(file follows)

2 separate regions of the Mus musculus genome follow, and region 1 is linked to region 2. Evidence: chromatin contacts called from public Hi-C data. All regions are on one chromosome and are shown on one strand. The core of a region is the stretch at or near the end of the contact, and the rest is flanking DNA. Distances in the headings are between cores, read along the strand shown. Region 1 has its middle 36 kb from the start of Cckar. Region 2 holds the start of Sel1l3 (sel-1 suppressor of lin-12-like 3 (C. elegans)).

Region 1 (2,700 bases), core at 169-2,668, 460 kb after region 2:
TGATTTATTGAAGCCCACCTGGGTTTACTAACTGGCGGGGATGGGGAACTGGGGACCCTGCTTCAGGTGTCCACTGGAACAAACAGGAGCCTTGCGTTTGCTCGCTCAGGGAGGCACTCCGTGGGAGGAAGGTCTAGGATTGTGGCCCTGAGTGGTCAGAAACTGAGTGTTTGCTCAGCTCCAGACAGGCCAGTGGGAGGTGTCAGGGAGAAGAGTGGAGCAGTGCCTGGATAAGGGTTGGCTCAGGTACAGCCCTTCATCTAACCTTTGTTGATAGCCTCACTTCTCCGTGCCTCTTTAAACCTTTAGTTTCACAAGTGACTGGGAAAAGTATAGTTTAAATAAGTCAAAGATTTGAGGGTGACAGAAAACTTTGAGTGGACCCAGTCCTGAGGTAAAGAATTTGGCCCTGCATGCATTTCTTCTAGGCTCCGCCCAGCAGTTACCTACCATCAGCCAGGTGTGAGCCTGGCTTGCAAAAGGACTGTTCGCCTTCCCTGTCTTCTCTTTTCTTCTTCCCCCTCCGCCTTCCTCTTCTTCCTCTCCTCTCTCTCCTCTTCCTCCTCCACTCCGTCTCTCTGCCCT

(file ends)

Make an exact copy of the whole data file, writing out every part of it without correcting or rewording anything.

2 separate regions of the Mus musculus genome follow, and region 1 is linked to region 2. Evidence: chromatin contacts called from public Hi-C data. All regions are on one chromosome and are shown on one strand. The core of a region is the stretch at or near the end of the contact, and the rest is flanking DNA. Distances in the headings are between cores, read along the strand shown. Region 1 has its middle 36 kb from the start of Cckar. Region 2 holds the start of Sel1l3 (sel-1 suppressor of lin-12-like 3 (C. elegans)).

Region 1 (2,700 bases), core at 169-2,668, 460 kb after region 2:
TGATTTATTGAAGCCCACCTGGGTTTACTAACTGGCGGGGATGGGGAACTGGGGACCCTGCTTCAGGTGTCCACTGGAACAAACAGGAGCCTTGCGTTTGCTCGCTCAGGGAGGCACTCCGTGGGAGGAAGGTCTAGGATTGTGGCCCTGAGTGGTCAGAAACTGAGTGTTTGCTCAGCTCCAGACAGGCCAGTGGGAGGTGTCAGGGAGAAGAGTGGAGCAGTGCCTGGATAAGGGTTGGCTCAGGTACAGCCCTTCATCTAACCTTTGTTGATAGCCTCACTTCTCCGTGCCTCTTTAAACCTTTAGTTTCACAAGTGACTGGGAAAAGTATAGTTTAAATAAGTCAAAGATTTGAGGGTGACAGAAAACTTTGAGTGGACCCAGTCCTGAGGTAAAGAATTTGGCCCTGCATGCATTTCTTCTAGGCTCCGCCCAGCAGTTACCTACCATCAGCCAGGTGTGAGCCTGGCTTGCAAAAGGACTGTTCGCCTTCCCTGTCTTCTCTTTTCTTCTTCCCCCTCCGCCTTCCTCTTCTTCCTCTCCTCTCTCTCCTCTTCCTCCTCCACTCCGTCTCTCTGCCCT